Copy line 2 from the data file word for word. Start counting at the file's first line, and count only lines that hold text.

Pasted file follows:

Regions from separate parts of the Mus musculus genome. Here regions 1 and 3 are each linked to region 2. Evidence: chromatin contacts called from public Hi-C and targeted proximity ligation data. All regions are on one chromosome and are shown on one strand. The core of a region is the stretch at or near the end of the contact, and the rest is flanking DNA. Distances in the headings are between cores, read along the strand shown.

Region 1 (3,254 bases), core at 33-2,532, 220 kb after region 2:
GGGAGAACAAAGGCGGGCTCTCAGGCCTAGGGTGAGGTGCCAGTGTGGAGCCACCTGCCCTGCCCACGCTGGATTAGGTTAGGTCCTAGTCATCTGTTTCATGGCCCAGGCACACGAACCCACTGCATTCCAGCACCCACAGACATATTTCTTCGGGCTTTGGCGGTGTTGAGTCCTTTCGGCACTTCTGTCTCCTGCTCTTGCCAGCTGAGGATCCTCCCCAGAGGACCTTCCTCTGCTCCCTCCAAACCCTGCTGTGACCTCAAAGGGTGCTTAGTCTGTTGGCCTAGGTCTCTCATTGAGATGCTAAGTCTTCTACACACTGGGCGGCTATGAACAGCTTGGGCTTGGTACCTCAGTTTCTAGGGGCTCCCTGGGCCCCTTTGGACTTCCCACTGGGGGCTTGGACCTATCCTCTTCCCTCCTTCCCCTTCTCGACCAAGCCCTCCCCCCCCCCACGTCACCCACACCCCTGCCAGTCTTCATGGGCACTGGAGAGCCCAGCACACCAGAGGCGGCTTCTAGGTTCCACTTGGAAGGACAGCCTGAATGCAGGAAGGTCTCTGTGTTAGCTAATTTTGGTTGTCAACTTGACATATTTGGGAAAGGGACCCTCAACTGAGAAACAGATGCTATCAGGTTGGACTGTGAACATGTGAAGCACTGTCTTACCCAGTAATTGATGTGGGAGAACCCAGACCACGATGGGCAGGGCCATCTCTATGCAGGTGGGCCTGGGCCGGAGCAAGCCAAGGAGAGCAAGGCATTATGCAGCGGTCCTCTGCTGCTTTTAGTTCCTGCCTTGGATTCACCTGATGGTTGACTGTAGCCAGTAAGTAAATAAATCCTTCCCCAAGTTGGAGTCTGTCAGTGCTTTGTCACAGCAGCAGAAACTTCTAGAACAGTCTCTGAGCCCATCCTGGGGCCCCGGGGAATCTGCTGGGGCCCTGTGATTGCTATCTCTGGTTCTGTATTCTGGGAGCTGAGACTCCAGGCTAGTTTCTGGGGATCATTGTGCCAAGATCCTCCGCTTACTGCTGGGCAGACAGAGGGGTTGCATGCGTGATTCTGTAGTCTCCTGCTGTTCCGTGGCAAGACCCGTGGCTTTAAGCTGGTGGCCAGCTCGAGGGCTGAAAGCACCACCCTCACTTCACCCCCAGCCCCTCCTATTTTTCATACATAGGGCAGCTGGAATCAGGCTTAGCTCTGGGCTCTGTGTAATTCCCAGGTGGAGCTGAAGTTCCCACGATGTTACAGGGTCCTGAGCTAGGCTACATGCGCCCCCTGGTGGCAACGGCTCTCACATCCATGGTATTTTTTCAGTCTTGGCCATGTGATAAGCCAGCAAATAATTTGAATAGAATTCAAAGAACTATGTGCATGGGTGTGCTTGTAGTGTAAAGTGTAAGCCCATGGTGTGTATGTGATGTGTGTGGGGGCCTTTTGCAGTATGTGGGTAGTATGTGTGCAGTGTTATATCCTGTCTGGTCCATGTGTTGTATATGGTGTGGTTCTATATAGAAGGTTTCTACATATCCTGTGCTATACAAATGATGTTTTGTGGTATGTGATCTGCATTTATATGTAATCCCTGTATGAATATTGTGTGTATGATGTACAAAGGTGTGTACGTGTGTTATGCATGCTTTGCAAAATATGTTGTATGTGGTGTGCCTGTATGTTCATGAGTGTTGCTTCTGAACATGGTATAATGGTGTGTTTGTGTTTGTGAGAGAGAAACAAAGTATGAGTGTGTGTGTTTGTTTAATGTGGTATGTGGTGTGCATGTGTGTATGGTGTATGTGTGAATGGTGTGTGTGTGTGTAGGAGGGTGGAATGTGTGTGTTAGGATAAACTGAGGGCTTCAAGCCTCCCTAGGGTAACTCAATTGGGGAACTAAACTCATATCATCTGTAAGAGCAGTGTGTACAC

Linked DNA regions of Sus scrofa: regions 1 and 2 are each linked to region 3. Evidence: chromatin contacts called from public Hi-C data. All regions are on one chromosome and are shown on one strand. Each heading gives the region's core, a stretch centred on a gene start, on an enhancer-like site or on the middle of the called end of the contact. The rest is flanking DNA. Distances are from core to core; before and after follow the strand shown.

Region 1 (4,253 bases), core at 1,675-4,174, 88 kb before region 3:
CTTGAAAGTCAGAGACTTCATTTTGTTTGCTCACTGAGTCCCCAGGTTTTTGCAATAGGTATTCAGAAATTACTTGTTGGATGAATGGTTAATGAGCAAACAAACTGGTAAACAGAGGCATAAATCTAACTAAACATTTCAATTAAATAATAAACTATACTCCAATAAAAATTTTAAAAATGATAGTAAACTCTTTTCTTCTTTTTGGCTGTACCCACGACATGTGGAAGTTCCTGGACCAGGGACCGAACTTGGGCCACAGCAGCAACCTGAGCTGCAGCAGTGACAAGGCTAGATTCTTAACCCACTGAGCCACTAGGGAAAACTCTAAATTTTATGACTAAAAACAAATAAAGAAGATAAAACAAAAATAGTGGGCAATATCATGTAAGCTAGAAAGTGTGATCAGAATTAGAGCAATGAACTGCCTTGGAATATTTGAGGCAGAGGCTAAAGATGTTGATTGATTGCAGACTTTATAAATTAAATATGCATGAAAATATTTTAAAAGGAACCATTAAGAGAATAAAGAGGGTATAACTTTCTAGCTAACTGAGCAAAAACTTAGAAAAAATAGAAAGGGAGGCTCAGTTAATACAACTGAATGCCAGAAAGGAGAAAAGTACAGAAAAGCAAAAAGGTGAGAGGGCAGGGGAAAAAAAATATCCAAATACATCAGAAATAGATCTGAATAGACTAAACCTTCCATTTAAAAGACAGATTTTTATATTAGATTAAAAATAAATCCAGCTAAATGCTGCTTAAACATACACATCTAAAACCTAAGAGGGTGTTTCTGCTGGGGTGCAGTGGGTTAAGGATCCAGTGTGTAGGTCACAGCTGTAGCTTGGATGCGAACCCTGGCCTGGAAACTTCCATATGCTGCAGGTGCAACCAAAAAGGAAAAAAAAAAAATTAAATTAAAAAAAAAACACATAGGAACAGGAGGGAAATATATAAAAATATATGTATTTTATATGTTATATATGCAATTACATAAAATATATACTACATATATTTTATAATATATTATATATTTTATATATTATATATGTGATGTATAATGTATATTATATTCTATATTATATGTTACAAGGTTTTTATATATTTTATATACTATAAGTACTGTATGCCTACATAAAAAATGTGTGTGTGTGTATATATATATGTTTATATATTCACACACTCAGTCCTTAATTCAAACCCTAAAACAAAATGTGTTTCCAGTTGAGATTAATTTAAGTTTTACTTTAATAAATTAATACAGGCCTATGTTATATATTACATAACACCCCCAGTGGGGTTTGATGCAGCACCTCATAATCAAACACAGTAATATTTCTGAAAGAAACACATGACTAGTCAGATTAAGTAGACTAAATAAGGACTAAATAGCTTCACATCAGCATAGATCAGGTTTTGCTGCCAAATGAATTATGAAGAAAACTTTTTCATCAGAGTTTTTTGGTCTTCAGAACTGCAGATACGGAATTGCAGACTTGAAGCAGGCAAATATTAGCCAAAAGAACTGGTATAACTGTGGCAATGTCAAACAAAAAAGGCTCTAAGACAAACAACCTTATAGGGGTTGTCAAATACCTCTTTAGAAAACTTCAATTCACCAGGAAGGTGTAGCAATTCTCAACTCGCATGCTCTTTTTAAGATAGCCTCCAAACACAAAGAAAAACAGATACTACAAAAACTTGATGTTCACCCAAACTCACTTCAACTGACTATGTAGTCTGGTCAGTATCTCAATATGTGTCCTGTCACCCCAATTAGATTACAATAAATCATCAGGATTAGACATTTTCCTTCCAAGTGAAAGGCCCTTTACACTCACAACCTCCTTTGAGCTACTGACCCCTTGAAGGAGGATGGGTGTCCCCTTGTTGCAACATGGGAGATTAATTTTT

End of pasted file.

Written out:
Region 1 (3,254 bases), core at 33-2,532, 220 kb after region 2: